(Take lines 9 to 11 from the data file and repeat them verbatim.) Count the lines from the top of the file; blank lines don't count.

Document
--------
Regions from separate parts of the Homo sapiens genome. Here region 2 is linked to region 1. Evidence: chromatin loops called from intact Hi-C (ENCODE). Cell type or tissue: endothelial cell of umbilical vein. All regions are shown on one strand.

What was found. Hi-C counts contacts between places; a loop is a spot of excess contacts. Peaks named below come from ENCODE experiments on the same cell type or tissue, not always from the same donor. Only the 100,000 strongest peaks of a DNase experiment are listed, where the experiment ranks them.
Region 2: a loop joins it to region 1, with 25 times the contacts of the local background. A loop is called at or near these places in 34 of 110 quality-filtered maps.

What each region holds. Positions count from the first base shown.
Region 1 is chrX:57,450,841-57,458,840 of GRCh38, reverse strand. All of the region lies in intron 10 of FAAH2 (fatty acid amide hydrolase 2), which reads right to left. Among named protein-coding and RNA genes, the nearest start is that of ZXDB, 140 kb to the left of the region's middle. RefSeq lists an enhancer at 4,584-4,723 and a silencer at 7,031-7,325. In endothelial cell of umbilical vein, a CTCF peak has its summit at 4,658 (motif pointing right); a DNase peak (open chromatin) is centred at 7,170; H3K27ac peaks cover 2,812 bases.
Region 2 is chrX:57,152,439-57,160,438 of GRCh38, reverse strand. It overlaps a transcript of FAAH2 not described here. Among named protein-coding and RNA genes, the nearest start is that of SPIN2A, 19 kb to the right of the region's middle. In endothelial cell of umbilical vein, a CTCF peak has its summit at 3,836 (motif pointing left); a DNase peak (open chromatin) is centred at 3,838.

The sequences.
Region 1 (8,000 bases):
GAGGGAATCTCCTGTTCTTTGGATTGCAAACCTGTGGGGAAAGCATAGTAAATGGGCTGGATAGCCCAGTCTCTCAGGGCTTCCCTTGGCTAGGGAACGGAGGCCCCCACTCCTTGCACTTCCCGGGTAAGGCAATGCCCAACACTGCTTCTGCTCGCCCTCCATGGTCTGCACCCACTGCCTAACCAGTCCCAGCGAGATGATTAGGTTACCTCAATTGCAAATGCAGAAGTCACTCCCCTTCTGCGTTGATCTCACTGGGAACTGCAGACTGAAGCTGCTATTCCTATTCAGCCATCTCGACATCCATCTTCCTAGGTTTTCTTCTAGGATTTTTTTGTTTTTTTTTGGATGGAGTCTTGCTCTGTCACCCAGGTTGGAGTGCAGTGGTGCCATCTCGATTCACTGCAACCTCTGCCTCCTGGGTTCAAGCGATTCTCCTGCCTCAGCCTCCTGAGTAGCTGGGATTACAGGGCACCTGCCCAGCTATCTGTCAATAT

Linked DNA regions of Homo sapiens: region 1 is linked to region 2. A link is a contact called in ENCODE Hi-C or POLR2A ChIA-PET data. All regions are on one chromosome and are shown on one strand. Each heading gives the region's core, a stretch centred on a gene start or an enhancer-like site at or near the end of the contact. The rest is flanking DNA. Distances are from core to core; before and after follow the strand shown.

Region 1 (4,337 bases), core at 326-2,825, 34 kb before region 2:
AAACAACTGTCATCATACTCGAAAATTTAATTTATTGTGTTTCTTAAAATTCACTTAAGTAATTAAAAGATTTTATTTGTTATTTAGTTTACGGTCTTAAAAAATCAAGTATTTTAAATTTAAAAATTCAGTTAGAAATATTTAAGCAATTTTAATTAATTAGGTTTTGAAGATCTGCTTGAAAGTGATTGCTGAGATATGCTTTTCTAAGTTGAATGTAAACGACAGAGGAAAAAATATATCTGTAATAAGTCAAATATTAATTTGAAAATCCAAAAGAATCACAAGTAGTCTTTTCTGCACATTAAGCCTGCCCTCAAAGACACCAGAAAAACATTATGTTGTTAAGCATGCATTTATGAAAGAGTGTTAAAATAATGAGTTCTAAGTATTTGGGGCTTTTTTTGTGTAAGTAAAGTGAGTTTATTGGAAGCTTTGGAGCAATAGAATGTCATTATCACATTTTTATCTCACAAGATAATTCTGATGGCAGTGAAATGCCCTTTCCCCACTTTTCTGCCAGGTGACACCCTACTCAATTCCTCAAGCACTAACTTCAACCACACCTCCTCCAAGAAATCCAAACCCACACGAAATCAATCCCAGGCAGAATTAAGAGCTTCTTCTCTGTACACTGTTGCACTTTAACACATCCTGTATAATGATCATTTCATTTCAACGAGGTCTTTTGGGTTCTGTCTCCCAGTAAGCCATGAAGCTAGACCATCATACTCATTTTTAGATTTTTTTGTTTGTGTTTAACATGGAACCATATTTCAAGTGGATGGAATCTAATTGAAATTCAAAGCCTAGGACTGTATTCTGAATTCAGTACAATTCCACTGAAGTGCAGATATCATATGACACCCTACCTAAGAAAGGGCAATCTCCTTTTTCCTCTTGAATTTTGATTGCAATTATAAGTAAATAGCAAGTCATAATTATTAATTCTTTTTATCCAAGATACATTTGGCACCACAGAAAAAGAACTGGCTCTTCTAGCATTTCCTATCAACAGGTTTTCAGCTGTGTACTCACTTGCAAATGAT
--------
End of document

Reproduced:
GAGGGAATCTCCTGTTCTTTGGATTGCAAACCTGTGGGGAAAGCATAGTAAATGGGCTGGATAGCCCAGTCTCTCAGGGCTTCCCTTGGCTAGGGAACGGAGGCCCCCACTCCTTGCACTTCCCGGGTAAGGCAATGCCCAACACTGCTTCTGCTCGCCCTCCATGGTCTGCACCCACTGCCTAACCAGTCCCAGCGAGATGATTAGGTTACCTCAATTGCAAATGCAGAAGTCACTCCCCTTCTGCGTTGATCTCACTGGGAACTGCAGACTGAAGCTGCTATTCCTATTCAGCCATCTCGACATCCATCTTCCTAGGTTTTCTTCTAGGATTTTTTTGTTTTTTTTTGGATGGAGTCTTGCTCTGTCACCCAGGTTGGAGTGCAGTGGTGCCATCTCGATTCACTGCAACCTCTGCCTCCTGGGTTCAAGCGATTCTCCTGCCTCAGCCTCCTGAGTAGCTGGGATTACAGGGCACCTGCCCAGCTATCTGTCAATAT

Linked DNA regions of Homo sapiens: region 1 is linked to region 2. A link is a contact called in ENCODE Hi-C or POLR2A ChIA-PET data. All regions are on one chromosome and are shown on one strand. Each heading gives the region's core, a stretch centred on a gene start or an enhancer-like site at or near the end of the contact. The rest is flanking DNA. Distances are from core to core; before and after follow the strand shown.

Region 1 (4,337 bases), core at 326-2,825, 34 kb before region 2: